Don’t you love it when they walk toward you,
looking up into the museum’s surprises?
Don’t you love it when a flipped vehicle
is a particular cleverness suspended in a gallery
that worries over you, a tape recorder
on its inverted ceiling playing a language
you don’t know, accompanied by unfamiliar
instruments somehow still reassuring?
Your favorite pronoun walks toward you
in a fine jacket held onto with fine hands
level with a fine, nervously-protected sternum,
the glass doors poised to swing closed
behind them. In the movie this makes
they may be a different one every time—
each exerts an awful pull. You see the car
in their wake, it remains upside down
but seems less still, you can almost
taste smoke. This must be
what it’s like to be a soft, wet puppet
waking into lightning.
You can tell as the glass doors fall
back towards the building
that smeared across them
are the reflections of clouds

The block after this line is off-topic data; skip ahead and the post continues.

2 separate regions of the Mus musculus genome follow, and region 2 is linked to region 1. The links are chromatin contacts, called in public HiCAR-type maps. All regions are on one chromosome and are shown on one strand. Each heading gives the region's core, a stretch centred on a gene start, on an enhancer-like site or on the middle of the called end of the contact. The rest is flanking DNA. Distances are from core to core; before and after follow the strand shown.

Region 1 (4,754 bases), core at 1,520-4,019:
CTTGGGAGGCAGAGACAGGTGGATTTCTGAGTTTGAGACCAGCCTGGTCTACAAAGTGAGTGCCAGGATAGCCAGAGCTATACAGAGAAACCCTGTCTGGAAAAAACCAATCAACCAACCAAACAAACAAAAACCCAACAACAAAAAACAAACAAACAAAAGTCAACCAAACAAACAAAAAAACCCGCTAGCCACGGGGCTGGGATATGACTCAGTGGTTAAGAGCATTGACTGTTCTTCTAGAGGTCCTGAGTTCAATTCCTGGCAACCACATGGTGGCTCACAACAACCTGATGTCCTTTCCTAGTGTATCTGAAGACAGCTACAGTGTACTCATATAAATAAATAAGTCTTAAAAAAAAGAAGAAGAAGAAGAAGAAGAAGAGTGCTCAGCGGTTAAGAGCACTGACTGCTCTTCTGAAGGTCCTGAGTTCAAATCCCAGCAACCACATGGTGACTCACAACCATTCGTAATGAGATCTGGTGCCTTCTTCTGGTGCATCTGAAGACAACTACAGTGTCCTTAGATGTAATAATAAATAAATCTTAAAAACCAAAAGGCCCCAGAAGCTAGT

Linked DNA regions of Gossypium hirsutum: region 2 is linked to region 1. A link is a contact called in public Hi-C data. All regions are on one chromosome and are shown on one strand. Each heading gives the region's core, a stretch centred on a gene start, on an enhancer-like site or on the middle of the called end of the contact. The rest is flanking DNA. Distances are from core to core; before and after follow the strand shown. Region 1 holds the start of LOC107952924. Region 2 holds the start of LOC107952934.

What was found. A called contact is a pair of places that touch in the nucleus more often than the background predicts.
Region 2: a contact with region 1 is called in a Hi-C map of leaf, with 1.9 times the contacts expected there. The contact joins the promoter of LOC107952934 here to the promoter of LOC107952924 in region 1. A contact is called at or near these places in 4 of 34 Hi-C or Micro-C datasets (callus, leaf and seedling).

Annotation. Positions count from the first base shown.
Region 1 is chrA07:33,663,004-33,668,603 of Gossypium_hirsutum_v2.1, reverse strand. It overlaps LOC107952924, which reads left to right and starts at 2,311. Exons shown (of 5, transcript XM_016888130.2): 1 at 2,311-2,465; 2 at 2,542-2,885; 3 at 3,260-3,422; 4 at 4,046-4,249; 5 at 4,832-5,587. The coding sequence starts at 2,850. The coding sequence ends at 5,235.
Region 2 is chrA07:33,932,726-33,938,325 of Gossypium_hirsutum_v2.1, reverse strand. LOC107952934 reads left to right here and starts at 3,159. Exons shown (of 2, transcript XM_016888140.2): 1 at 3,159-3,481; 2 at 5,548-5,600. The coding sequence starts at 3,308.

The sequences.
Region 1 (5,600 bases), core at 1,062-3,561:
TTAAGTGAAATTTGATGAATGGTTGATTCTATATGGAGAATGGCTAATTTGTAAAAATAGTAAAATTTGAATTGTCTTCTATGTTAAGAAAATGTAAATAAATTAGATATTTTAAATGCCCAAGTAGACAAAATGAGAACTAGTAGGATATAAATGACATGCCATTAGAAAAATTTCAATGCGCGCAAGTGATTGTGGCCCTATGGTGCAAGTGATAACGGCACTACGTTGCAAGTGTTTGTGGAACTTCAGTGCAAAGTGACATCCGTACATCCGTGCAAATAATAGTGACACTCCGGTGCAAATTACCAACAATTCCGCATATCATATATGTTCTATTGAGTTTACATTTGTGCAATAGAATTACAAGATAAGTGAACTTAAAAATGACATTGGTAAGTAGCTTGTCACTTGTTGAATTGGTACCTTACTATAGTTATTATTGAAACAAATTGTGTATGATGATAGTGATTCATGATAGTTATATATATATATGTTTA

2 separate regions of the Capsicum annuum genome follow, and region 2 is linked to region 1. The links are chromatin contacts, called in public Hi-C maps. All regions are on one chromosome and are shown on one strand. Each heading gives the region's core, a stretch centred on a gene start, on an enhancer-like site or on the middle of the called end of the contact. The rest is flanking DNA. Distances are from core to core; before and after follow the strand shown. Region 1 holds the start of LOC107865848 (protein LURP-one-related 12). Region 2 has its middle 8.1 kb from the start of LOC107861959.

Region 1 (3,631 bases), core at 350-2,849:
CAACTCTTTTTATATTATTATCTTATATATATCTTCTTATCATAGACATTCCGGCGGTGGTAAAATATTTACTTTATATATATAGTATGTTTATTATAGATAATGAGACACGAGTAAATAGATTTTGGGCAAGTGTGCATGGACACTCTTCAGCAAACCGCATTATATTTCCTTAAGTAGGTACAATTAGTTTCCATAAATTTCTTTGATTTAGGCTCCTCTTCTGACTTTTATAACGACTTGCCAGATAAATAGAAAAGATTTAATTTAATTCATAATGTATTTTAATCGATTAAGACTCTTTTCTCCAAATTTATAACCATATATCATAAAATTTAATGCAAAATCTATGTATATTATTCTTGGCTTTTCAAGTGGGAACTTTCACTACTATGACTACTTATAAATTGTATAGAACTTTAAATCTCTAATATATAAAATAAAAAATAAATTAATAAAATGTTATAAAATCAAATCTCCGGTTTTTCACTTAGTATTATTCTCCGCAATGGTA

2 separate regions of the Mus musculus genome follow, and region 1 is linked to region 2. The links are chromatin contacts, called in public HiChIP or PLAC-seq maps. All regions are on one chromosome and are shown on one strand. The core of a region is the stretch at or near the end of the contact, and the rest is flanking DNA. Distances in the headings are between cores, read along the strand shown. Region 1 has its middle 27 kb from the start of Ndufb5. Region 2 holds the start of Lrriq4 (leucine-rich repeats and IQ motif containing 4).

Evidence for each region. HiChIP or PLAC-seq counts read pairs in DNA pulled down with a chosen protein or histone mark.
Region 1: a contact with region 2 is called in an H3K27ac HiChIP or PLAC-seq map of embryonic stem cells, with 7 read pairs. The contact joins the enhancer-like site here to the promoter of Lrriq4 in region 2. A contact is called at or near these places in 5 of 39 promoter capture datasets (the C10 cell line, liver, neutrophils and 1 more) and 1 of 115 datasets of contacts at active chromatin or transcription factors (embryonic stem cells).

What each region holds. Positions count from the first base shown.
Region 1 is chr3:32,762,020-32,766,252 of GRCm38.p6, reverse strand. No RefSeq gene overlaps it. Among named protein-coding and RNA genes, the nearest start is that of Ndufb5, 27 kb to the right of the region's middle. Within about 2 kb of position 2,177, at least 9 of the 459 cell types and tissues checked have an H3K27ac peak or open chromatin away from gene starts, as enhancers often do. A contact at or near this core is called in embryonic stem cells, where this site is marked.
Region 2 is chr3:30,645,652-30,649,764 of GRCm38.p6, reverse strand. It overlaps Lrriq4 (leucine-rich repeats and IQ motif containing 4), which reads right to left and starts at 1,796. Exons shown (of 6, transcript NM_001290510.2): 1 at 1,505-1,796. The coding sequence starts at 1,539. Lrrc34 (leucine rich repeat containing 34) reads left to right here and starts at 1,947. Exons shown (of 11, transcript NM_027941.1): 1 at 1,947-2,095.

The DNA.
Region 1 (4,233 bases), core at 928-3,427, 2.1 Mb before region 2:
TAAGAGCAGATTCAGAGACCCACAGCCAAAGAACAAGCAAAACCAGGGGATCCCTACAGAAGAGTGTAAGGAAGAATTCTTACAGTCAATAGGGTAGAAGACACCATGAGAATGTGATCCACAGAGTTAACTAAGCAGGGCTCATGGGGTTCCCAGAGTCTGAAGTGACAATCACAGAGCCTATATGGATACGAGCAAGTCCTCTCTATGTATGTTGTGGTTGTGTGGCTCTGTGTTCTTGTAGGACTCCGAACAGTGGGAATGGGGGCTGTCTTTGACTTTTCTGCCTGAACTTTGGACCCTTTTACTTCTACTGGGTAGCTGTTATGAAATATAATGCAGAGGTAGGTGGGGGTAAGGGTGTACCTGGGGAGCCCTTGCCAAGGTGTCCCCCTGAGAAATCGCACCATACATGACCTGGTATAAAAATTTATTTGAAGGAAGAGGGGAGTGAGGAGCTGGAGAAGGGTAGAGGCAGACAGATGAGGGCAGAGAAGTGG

but you cannot untaste the smoke.
And as your one, whose one you are,
sets out across the impossibly green lawn
to meet you, you cannot put your finger on
some elusive remainder, whose failure
to appear / almost gently
saps all color and light from the scene.
Marc McKee is the author of five collections of poetry: What Apocalypse? (New Michigan Press, 2008); Fuse (Black Lawrence Press, 2011); Bewilderness (Black Lawrence Press, 2014); Consolationeer (Black Lawrence Press, 2017); and Meta Meta Make-Belief, forthcoming from Black Lawrence Press in 2019. Recent poems appear in Rockhurst Review, The Laurel Review, Copper Nickel, Memorious, Southern Indiana Review, and are forthcoming from Bennington Review, Inter|rupture, Los Angeles Review, and The Offending Adam. He teaches at the University of Missouri in Columbia, where he lives with his wife, Camellia Cosgray, and their son, Harold.